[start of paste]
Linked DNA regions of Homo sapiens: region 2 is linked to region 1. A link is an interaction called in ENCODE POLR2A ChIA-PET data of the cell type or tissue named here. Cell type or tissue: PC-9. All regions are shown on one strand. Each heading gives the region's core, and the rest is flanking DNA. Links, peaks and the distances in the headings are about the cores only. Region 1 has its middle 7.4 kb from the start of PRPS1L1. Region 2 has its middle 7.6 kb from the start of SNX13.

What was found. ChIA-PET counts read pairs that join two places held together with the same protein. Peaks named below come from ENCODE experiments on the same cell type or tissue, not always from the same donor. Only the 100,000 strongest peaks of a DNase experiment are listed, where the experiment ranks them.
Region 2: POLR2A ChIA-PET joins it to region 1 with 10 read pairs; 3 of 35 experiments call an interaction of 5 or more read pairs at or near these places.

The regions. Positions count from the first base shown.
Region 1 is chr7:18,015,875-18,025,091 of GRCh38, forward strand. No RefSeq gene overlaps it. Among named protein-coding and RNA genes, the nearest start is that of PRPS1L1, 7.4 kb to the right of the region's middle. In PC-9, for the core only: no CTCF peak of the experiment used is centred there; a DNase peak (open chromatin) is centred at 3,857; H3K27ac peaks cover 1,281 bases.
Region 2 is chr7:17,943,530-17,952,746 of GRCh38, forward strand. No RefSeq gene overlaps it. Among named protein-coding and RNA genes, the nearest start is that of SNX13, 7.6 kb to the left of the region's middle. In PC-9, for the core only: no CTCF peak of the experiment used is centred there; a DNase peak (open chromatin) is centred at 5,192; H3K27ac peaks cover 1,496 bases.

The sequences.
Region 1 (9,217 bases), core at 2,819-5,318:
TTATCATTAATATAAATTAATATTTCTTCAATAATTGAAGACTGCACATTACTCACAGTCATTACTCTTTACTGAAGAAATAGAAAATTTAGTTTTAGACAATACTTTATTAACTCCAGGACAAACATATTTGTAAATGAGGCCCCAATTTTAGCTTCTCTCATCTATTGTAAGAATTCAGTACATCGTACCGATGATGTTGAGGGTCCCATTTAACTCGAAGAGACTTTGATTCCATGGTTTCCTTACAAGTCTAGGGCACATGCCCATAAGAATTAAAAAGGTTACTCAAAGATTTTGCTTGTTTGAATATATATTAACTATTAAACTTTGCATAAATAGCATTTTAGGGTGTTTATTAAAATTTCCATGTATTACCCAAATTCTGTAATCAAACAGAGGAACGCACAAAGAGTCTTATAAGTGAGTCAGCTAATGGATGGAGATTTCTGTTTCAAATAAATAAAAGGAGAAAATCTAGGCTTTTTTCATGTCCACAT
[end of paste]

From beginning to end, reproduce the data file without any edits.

Linked DNA regions of Homo sapiens: region 2 is linked to region 1. A link is an interaction called in ENCODE POLR2A ChIA-PET data of the cell type or tissue named here. Cell type or tissue: PC-9. All regions are shown on one strand. Each heading gives the region's core, and the rest is flanking DNA. Links, peaks and the distances in the headings are about the cores only. Region 1 has its middle 7.4 kb from the start of PRPS1L1. Region 2 has its middle 7.6 kb from the start of SNX13.

What was found. ChIA-PET counts read pairs that join two places held together with the same protein. Peaks named below come from ENCODE experiments on the same cell type or tissue, not always from the same donor. Only the 100,000 strongest peaks of a DNase experiment are listed, where the experiment ranks them.
Region 2: POLR2A ChIA-PET joins it to region 1 with 10 read pairs; 3 of 35 experiments call an interaction of 5 or more read pairs at or near these places.

The regions. Positions count from the first base shown.
Region 1 is chr7:18,015,875-18,025,091 of GRCh38, forward strand. No RefSeq gene overlaps it. Among named protein-coding and RNA genes, the nearest start is that of PRPS1L1, 7.4 kb to the right of the region's middle. In PC-9, for the core only: no CTCF peak of the experiment used is centred there; a DNase peak (open chromatin) is centred at 3,857; H3K27ac peaks cover 1,281 bases.
Region 2 is chr7:17,943,530-17,952,746 of GRCh38, forward strand. No RefSeq gene overlaps it. Among named protein-coding and RNA genes, the nearest start is that of SNX13, 7.6 kb to the left of the region's middle. In PC-9, for the core only: no CTCF peak of the experiment used is centred there; a DNase peak (open chromatin) is centred at 5,192; H3K27ac peaks cover 1,496 bases.

The sequences.
Region 1 (9,217 bases), core at 2,819-5,318:
TTATCATTAATATAAATTAATATTTCTTCAATAATTGAAGACTGCACATTACTCACAGTCATTACTCTTTACTGAAGAAATAGAAAATTTAGTTTTAGACAATACTTTATTAACTCCAGGACAAACATATTTGTAAATGAGGCCCCAATTTTAGCTTCTCTCATCTATTGTAAGAATTCAGTACATCGTACCGATGATGTTGAGGGTCCCATTTAACTCGAAGAGACTTTGATTCCATGGTTTCCTTACAAGTCTAGGGCACATGCCCATAAGAATTAAAAAGGTTACTCAAAGATTTTGCTTGTTTGAATATATATTAACTATTAAACTTTGCATAAATAGCATTTTAGGGTGTTTATTAAAATTTCCATGTATTACCCAAATTCTGTAATCAAACAGAGGAACGCACAAAGAGTCTTATAAGTGAGTCAGCTAATGGATGGAGATTTCTGTTTCAAATAAATAAAAGGAGAAAATCTAGGCTTTTTTCATGTCCACAT